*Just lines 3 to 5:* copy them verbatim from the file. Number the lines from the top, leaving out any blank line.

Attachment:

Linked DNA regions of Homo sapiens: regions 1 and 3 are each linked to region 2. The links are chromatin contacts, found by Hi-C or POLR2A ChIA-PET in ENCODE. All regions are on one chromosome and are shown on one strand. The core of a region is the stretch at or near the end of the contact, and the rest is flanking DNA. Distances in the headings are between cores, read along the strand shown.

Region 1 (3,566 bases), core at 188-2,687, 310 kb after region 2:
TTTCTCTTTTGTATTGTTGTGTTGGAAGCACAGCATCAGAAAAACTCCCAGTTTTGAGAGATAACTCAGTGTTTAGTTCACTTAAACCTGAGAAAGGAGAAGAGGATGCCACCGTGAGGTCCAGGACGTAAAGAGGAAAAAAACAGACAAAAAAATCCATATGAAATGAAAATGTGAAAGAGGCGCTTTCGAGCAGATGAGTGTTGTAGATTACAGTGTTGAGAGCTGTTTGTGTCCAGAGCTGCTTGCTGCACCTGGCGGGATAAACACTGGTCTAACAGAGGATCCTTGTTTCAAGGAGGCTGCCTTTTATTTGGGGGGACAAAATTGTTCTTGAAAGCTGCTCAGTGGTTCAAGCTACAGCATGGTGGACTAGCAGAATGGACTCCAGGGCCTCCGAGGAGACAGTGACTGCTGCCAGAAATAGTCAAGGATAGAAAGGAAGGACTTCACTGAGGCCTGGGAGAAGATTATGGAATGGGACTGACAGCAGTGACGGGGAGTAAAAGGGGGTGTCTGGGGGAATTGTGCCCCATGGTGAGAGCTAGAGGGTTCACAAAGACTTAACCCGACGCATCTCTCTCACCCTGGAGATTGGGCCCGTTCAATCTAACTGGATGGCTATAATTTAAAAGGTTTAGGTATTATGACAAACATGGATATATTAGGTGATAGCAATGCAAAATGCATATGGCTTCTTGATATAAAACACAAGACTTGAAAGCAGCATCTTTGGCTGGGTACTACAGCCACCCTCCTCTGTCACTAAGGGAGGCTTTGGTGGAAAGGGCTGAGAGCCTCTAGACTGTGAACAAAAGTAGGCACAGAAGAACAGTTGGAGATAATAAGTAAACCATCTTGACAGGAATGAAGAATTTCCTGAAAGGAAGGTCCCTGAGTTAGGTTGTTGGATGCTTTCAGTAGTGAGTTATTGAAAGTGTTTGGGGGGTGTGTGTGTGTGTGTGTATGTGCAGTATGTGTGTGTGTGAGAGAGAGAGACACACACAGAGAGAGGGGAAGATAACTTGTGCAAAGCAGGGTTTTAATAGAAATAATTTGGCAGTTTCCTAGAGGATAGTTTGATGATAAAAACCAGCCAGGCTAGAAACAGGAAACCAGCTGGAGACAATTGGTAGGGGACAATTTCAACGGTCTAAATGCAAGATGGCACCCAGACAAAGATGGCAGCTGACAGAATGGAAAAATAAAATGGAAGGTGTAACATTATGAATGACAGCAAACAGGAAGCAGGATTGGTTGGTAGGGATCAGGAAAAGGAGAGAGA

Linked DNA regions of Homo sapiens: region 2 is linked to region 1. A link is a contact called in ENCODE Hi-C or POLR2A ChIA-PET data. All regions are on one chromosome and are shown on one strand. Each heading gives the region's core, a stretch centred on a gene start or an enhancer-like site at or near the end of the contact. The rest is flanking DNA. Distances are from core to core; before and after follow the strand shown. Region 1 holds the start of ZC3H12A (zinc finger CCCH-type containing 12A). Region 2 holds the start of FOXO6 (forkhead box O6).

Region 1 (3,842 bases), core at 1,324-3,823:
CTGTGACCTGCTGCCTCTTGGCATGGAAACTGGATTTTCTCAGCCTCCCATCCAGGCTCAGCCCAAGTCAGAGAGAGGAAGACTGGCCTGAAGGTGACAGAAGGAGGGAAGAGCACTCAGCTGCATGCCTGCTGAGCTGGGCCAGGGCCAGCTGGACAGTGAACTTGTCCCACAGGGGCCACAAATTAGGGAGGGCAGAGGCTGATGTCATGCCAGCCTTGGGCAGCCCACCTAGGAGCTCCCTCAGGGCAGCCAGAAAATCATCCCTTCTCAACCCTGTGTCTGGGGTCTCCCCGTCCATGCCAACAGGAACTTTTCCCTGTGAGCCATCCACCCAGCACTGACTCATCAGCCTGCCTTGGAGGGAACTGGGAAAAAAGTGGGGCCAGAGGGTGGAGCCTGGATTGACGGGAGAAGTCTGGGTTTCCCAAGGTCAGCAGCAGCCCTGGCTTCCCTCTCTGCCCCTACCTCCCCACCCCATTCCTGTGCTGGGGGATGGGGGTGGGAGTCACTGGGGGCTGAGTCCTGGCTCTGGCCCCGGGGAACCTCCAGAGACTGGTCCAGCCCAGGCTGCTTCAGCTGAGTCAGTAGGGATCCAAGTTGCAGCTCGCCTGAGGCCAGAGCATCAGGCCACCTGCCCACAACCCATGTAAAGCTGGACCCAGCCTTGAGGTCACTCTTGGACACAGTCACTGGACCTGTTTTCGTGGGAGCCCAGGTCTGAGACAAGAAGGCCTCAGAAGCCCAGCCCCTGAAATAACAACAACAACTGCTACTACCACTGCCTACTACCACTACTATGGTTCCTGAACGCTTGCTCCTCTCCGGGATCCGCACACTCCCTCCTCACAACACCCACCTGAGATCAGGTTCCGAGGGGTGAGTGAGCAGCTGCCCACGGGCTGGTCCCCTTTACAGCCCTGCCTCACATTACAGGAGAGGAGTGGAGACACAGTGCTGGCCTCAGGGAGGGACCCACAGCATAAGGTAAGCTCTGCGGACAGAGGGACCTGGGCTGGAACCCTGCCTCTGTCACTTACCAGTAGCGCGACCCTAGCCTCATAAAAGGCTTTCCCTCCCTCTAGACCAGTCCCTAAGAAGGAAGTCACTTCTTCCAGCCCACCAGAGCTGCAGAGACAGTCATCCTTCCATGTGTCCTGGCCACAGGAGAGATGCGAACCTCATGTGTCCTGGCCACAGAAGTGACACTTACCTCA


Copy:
TTTCTCTTTTGTATTGTTGTGTTGGAAGCACAGCATCAGAAAAACTCCCAGTTTTGAGAGATAACTCAGTGTTTAGTTCACTTAAACCTGAGAAAGGAGAAGAGGATGCCACCGTGAGGTCCAGGACGTAAAGAGGAAAAAAACAGACAAAAAAATCCATATGAAATGAAAATGTGAAAGAGGCGCTTTCGAGCAGATGAGTGTTGTAGATTACAGTGTTGAGAGCTGTTTGTGTCCAGAGCTGCTTGCTGCACCTGGCGGGATAAACACTGGTCTAACAGAGGATCCTTGTTTCAAGGAGGCTGCCTTTTATTTGGGGGGACAAAATTGTTCTTGAAAGCTGCTCAGTGGTTCAAGCTACAGCATGGTGGACTAGCAGAATGGACTCCAGGGCCTCCGAGGAGACAGTGACTGCTGCCAGAAATAGTCAAGGATAGAAAGGAAGGACTTCACTGAGGCCTGGGAGAAGATTATGGAATGGGACTGACAGCAGTGACGGGGAGTAAAAGGGGGTGTCTGGGGGAATTGTGCCCCATGGTGAGAGCTAGAGGGTTCACAAAGACTTAACCCGACGCATCTCTCTCACCCTGGAGATTGGGCCCGTTCAATCTAACTGGATGGCTATAATTTAAAAGGTTTAGGTATTATGACAAACATGGATATATTAGGTGATAGCAATGCAAAATGCATATGGCTTCTTGATATAAAACACAAGACTTGAAAGCAGCATCTTTGGCTGGGTACTACAGCCACCCTCCTCTGTCACTAAGGGAGGCTTTGGTGGAAAGGGCTGAGAGCCTCTAGACTGTGAACAAAAGTAGGCACAGAAGAACAGTTGGAGATAATAAGTAAACCATCTTGACAGGAATGAAGAATTTCCTGAAAGGAAGGTCCCTGAGTTAGGTTGTTGGATGCTTTCAGTAGTGAGTTATTGAAAGTGTTTGGGGGGTGTGTGTGTGTGTGTGTATGTGCAGTATGTGTGTGTGTGAGAGAGAGAGACACACACAGAGAGAGGGGAAGATAACTTGTGCAAAGCAGGGTTTTAATAGAAATAATTTGGCAGTTTCCTAGAGGATAGTTTGATGATAAAAACCAGCCAGGCTAGAAACAGGAAACCAGCTGGAGACAATTGGTAGGGGACAATTTCAACGGTCTAAATGCAAGATGGCACCCAGACAAAGATGGCAGCTGACAGAATGGAAAAATAAAATGGAAGGTGTAACATTATGAATGACAGCAAACAGGAAGCAGGATTGGTTGGTAGGGATCAGGAAAAGGAGAGAGA

Linked DNA regions of Homo sapiens: region 2 is linked to region 1. A link is a contact called in ENCODE Hi-C or POLR2A ChIA-PET data. All regions are on one chromosome and are shown on one strand. Each heading gives the region's core, a stretch centred on a gene start or an enhancer-like site at or near the end of the contact. The rest is flanking DNA. Distances are from core to core; before and after follow the strand shown. Region 1 holds the start of ZC3H12A (zinc finger CCCH-type containing 12A). Region 2 holds the start of FOXO6 (forkhead box O6).

Region 1 (3,842 bases), core at 1,324-3,823: